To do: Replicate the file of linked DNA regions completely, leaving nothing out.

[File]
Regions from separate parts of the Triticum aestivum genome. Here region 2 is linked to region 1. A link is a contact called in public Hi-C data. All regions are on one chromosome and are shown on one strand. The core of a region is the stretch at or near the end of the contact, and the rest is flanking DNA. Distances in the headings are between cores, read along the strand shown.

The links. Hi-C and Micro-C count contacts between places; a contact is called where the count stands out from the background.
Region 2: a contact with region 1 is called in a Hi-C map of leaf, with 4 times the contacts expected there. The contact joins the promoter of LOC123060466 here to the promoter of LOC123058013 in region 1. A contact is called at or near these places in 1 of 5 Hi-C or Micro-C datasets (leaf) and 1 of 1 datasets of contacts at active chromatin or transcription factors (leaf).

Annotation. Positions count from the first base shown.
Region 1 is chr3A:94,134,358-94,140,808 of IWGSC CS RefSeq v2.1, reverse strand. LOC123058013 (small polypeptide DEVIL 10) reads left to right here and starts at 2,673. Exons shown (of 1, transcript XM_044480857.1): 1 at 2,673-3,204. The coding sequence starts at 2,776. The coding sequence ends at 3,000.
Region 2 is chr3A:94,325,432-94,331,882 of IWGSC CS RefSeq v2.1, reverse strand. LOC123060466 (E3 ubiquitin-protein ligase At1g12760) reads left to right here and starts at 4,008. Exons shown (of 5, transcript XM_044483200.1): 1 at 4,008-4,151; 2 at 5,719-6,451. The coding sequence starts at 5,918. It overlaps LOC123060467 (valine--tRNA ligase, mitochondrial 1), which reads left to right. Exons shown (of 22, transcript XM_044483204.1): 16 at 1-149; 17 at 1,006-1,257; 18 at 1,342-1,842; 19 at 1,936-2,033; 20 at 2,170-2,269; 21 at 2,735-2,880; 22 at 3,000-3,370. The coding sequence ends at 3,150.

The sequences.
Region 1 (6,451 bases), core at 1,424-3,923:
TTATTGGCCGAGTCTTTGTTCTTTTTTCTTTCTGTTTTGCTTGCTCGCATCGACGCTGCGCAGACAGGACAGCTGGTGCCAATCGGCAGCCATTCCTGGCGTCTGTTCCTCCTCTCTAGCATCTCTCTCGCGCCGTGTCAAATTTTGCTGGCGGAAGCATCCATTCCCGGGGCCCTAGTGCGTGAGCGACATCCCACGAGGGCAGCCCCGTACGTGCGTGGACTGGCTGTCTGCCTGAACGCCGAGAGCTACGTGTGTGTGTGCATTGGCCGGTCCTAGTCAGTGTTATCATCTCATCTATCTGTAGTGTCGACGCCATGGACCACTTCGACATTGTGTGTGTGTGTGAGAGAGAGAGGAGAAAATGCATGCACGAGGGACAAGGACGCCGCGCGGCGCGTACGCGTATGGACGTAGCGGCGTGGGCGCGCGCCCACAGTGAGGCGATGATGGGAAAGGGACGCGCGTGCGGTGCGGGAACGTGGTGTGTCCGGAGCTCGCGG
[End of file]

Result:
Regions from separate parts of the Triticum aestivum genome. Here region 2 is linked to region 1. A link is a contact called in public Hi-C data. All regions are on one chromosome and are shown on one strand. The core of a region is the stretch at or near the end of the contact, and the rest is flanking DNA. Distances in the headings are between cores, read along the strand shown.

The links. Hi-C and Micro-C count contacts between places; a contact is called where the count stands out from the background.
Region 2: a contact with region 1 is called in a Hi-C map of leaf, with 4 times the contacts expected there. The contact joins the promoter of LOC123060466 here to the promoter of LOC123058013 in region 1. A contact is called at or near these places in 1 of 5 Hi-C or Micro-C datasets (leaf) and 1 of 1 datasets of contacts at active chromatin or transcription factors (leaf).

Annotation. Positions count from the first base shown.
Region 1 is chr3A:94,134,358-94,140,808 of IWGSC CS RefSeq v2.1, reverse strand. LOC123058013 (small polypeptide DEVIL 10) reads left to right here and starts at 2,673. Exons shown (of 1, transcript XM_044480857.1): 1 at 2,673-3,204. The coding sequence starts at 2,776. The coding sequence ends at 3,000.
Region 2 is chr3A:94,325,432-94,331,882 of IWGSC CS RefSeq v2.1, reverse strand. LOC123060466 (E3 ubiquitin-protein ligase At1g12760) reads left to right here and starts at 4,008. Exons shown (of 5, transcript XM_044483200.1): 1 at 4,008-4,151; 2 at 5,719-6,451. The coding sequence starts at 5,918. It overlaps LOC123060467 (valine--tRNA ligase, mitochondrial 1), which reads left to right. Exons shown (of 22, transcript XM_044483204.1): 16 at 1-149; 17 at 1,006-1,257; 18 at 1,342-1,842; 19 at 1,936-2,033; 20 at 2,170-2,269; 21 at 2,735-2,880; 22 at 3,000-3,370. The coding sequence ends at 3,150.

The sequences.
Region 1 (6,451 bases), core at 1,424-3,923:
TTATTGGCCGAGTCTTTGTTCTTTTTTCTTTCTGTTTTGCTTGCTCGCATCGACGCTGCGCAGACAGGACAGCTGGTGCCAATCGGCAGCCATTCCTGGCGTCTGTTCCTCCTCTCTAGCATCTCTCTCGCGCCGTGTCAAATTTTGCTGGCGGAAGCATCCATTCCCGGGGCCCTAGTGCGTGAGCGACATCCCACGAGGGCAGCCCCGTACGTGCGTGGACTGGCTGTCTGCCTGAACGCCGAGAGCTACGTGTGTGTGTGCATTGGCCGGTCCTAGTCAGTGTTATCATCTCATCTATCTGTAGTGTCGACGCCATGGACCACTTCGACATTGTGTGTGTGTGTGAGAGAGAGAGGAGAAAATGCATGCACGAGGGACAAGGACGCCGCGCGGCGCGTACGCGTATGGACGTAGCGGCGTGGGCGCGCGCCCACAGTGAGGCGATGATGGGAAAGGGACGCGCGTGCGGTGCGGGAACGTGGTGTGTCCGGAGCTCGCGG